- The authors’ proposed strategic concept is built around four complementary efforts: to shape a context supportive of U.S. and partner objectives over the long term; to deter a handful of very extreme forms of gray zone aggression; to dissuade the day-to-day use of more-elaborate gray zone techniques; and to sustain resilience in the lower-level, persistent competition areas.
- To implement the strategic concept, the authors propose a preliminary list of about three dozen response options for U.S. officials to consider, such as stationing permanent new military capabilities in key locations, anticipating political meddling and blunting the effects with information operations planned in advance, and denying the aggressor participation in key economic institutions.
- The United States and its allies, partners, and friends must decide what actions they will resolutely no
- t tolerate in the gray zone environment. Because of the difficulty in stopping gradual, sometimes unattributable actions involving secondary interests, identifying the actions that the United States will seek to deter is the one reliable way to draw a boundary around the possible effects of gray zone encroachment.
- A multicomponent strategy like the one outlined in this report will be of limited utility if the U.S. government continues to lack a clear coordinating function with the responsibility for overseeing a renewed effort to gain strategic advantage in the gray zone. An important part of any gray zone response strategy, therefore, is undertaking institutional reform, such as assembling a purpose-built office in the U.S. government, with a significant devoted staff, to run counter–gray zone campaigns.
Russia in the Grey Zone (2019). In its ongoing efforts to influence world affairs, Russia is waging campaigns both bloodless and bloody. A significant number of its tactics fall in the space between routine statecraft and direct and open warfare, a space sometimes referred to as the gray zone. Americans are familiar with Russia’s disinformation efforts in the United States and its use of “little green men” in Ukraine, but they may be less attuned to stepped-up Russian political and economic coercion abroad, its gray zone cyber and space operations, and its use of proxy forces in Syria. Its aim with these approaches is to achieve Russian objectives at low-cost, notably by side-stepping military escalation with the United States or its North Atlantic Treaty Organization (NATO) allies. Although Russia’s exploitation of the gray zone is not new, the prevalence of these tactics is more significant today than any time since the end of the Cold War.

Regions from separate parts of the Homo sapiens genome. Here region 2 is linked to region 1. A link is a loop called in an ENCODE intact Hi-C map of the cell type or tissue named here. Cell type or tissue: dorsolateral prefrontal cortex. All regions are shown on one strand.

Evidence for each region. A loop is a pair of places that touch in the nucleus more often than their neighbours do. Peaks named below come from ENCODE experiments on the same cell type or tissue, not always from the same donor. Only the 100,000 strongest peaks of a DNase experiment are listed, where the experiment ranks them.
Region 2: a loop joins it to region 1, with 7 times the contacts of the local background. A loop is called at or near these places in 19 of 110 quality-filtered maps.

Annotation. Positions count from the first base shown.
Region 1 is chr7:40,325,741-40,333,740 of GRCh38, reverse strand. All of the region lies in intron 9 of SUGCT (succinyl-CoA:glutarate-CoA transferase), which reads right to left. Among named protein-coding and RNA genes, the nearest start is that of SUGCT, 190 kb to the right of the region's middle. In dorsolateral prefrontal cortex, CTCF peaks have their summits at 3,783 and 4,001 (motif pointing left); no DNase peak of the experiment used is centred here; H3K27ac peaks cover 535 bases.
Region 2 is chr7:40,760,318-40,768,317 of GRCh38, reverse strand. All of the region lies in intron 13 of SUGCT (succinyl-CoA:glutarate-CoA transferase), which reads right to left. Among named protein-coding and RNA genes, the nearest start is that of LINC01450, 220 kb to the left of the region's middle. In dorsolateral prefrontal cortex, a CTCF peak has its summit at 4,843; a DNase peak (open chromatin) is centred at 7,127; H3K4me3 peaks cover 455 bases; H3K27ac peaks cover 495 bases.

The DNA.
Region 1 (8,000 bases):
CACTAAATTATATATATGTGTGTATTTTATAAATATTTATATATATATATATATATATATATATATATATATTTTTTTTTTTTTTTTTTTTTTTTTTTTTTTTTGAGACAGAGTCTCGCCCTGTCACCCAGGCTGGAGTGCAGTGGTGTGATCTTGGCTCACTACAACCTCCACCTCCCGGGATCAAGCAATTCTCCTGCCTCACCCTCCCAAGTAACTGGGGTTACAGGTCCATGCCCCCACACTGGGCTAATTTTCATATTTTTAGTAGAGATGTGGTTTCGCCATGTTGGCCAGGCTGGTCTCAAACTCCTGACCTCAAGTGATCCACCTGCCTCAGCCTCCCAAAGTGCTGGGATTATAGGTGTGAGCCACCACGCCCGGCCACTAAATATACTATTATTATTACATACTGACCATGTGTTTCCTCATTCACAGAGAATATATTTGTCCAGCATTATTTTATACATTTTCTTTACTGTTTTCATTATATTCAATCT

Disinformation, political influence, and economic and energy coercion are the core of the Gerasimov Doctrine’s emphasis on the non-military means to achieve security goals. Russia continues to remain undeterred and committed to interfering and influencing foreign elections.
Van Jackson, “Tactics of Strategic Competition: Gray Zones, Redlines, and Conflicts Before War,” Naval War College Review, Vol. 70, No. 3, Summer 2017. 11
William G. Pierce, Douglas G. Douds, and Michael A. Marra, “Countering Gray Zone Wars: Understanding Coercive Gradualism,” Parameters, Vol. 45, No. 3, Autumn 2015.
Nadia Schadlow, “Peace and War: The Space Between,” War on the Rocks, August 18, 2014;
Mazarr, 2015; David Barno and Nora Bensahel, “Fighting and Winning in the ‘Gray Zone,’” War on the Rocks, May 18, 2015;
Frank Hoffman, “The Contemporary Spectrum of Conflict: Protracted, Gray Zone, Ambiguous, and Hybrid Modes of War,” in Dakota L. Wood, ed., 2016 Index of U.S. Military Strength, Washington, D.C.: Heritage Foundation, 2015;
Antulio J. Echevarria, “How Should We Think About ‘Gray-Zone’ Wars?” Infinity Journal, Vol. 5, No. 1, Fall 2015; U.S. Special Operations Command, The Gray Zone, white paper, September 9, 2015;
Hal Brands, “Paradoxes of the Gray Zone,” Foreign Policy Research Institute, February 5, 2016; Nora Bensahel, “Darker Shades of Gray: Why Gray Zone Conflicts Will Become More Frequent and Complex,” Foreign Policy Research Institute, February 13, 2017;